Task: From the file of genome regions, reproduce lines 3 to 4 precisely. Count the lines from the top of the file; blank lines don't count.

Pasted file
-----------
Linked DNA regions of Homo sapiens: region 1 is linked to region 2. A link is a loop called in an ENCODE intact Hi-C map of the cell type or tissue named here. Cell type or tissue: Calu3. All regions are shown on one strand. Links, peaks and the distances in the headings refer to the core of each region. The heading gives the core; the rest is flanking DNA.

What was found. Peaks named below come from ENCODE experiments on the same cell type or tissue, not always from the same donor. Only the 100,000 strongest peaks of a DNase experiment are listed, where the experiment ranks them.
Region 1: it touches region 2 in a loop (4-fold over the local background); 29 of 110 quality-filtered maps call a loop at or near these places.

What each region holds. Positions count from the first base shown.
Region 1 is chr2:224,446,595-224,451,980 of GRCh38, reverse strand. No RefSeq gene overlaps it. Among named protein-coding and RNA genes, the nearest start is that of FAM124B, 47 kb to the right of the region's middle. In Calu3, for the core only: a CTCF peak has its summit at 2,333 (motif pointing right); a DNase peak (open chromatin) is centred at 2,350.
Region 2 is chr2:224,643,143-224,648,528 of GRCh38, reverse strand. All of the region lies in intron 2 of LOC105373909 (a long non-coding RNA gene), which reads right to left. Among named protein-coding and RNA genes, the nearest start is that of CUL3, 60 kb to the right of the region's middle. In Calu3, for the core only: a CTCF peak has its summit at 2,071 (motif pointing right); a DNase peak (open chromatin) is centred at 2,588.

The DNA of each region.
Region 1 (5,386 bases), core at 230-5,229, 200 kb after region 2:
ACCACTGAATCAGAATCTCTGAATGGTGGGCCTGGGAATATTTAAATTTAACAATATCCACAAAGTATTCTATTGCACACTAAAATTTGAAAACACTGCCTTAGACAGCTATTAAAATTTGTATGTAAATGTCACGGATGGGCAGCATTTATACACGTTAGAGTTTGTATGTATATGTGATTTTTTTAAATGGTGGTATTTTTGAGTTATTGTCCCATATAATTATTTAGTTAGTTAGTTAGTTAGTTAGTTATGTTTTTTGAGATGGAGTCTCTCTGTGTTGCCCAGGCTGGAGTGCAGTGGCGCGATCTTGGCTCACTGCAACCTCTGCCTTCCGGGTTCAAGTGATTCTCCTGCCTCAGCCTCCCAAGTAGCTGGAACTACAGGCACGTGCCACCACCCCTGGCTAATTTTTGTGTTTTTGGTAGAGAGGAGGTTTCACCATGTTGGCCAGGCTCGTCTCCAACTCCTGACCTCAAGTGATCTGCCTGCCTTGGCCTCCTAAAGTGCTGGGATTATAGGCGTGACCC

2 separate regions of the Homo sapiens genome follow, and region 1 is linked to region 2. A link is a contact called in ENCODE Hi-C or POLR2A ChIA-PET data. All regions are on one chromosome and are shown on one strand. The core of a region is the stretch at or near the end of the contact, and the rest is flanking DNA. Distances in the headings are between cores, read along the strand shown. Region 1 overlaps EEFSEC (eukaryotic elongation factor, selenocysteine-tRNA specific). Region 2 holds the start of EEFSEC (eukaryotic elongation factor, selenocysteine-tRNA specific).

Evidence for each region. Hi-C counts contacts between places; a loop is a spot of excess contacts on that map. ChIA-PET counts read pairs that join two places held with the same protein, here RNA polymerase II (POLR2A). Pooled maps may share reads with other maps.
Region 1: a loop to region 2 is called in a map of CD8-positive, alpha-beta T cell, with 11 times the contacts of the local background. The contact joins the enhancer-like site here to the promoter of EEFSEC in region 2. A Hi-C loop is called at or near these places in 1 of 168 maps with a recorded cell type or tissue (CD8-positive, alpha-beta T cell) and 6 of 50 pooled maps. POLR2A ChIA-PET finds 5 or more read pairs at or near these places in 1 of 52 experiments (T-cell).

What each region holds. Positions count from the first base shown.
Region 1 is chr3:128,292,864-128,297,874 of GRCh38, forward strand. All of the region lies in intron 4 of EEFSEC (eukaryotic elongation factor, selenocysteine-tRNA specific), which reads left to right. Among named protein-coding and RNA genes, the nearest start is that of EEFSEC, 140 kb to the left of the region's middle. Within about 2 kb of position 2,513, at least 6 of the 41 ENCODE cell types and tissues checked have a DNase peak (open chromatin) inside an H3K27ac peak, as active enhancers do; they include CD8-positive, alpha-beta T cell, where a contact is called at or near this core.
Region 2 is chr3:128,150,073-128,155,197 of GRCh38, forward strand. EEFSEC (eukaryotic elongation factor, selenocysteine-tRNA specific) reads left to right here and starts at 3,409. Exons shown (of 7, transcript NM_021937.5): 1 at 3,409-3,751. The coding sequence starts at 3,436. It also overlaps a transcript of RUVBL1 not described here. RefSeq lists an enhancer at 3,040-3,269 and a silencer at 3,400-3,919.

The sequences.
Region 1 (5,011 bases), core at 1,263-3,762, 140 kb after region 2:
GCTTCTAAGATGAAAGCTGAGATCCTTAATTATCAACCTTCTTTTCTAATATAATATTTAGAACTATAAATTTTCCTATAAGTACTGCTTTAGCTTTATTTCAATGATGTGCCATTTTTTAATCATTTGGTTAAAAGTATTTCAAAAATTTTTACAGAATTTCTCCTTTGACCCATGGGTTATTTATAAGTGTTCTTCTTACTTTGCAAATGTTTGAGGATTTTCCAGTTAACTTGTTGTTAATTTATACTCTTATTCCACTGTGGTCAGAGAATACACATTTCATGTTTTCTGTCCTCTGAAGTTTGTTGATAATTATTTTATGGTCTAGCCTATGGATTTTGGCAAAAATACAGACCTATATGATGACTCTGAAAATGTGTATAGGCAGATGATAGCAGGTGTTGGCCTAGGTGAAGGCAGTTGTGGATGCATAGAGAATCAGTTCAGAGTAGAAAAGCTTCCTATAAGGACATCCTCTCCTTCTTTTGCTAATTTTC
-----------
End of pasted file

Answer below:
Region 1: it touches region 2 in a loop (4-fold over the local background); 29 of 110 quality-filtered maps call a loop at or near these places.

What each region holds. Positions count from the first base shown.